DTI employs some very unique staging techniques: a tall bamboo ladder secured to a wall became the perfect prop for draping a magnificent area rug through the rungs. Another display featured huge drapery rings mounted to the ceiling along perimeter walls, with rugs attached by clips. This accommodated the larger rugs beautifully and made it easier to change out inventory.
Also, several vignettes were created in cozy corners of the showroom, underscored by colorful area rugs. Small furniture pieces were added to each vignette to create the illusion of home. Each of these ideas has merit and definitely sets the stage, but don’t think that a creative display has to be complicated or expensive. A display in your own store could be as simple as an antique trunk with a stunning area rug arranged over it.
At DTI, the largest of the rugs were neatly stacked in the center of the showroom, but only about twelve rugs deep, so they could easily be turned back for viewing. Wing racks captured the remaining styles, which allowed for a large number of rugs to be shown in a condensed amount of space.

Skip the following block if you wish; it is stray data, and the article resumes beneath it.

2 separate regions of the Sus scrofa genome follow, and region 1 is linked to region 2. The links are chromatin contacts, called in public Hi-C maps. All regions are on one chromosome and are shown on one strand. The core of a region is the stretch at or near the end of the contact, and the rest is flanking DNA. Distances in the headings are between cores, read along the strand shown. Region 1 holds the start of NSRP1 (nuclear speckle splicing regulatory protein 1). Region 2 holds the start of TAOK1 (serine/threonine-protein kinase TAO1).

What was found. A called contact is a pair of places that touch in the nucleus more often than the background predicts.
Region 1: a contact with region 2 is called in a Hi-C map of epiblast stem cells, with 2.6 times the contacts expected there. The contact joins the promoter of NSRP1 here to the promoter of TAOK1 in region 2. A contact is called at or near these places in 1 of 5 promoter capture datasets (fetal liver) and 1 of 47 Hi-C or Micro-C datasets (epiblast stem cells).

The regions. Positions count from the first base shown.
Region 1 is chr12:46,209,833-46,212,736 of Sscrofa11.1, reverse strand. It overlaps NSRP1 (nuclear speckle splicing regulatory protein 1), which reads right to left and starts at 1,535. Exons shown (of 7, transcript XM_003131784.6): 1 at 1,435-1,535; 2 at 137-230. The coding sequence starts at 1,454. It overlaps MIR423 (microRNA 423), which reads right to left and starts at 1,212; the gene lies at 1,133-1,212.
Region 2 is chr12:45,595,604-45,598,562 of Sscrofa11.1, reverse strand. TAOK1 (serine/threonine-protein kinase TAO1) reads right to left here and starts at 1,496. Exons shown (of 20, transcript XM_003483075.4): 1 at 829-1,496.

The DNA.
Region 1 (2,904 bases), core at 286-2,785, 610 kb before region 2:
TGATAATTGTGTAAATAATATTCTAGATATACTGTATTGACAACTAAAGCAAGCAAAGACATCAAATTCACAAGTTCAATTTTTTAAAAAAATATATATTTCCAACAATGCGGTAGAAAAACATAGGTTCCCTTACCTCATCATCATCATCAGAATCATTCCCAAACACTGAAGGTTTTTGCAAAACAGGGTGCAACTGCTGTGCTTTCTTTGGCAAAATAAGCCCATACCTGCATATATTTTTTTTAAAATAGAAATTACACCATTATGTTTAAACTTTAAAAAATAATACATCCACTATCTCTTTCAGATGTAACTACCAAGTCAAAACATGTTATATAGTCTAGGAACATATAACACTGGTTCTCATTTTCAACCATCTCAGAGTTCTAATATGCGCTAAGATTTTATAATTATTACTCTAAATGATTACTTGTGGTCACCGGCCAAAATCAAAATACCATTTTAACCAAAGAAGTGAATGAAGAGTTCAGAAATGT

Photo albums of custom rugs were placed on attractive worktables, so customers could sit down and browse through the possibilities. That portfolio is important. It has the power to sell even what you do not physically have on the floor.
Directed specialty lighting was used to create emphasis and drama around the rugs they wanted to highlight. Track lighting with directional capabilities, or single spots strategically placed, were very effective. One final point: the floor of this showroom was made of stained concrete in a very dark color. It created a blank canvas for the patterns, textures, and colors of each unique rug.
Merchandising is powerful in the retail setting, and you have the ability to boost your area rug sales simply by rethinking your display methods. Consider your store your own personal stage. Get a little dramatic, have fun, and definitely give your rugs star billing.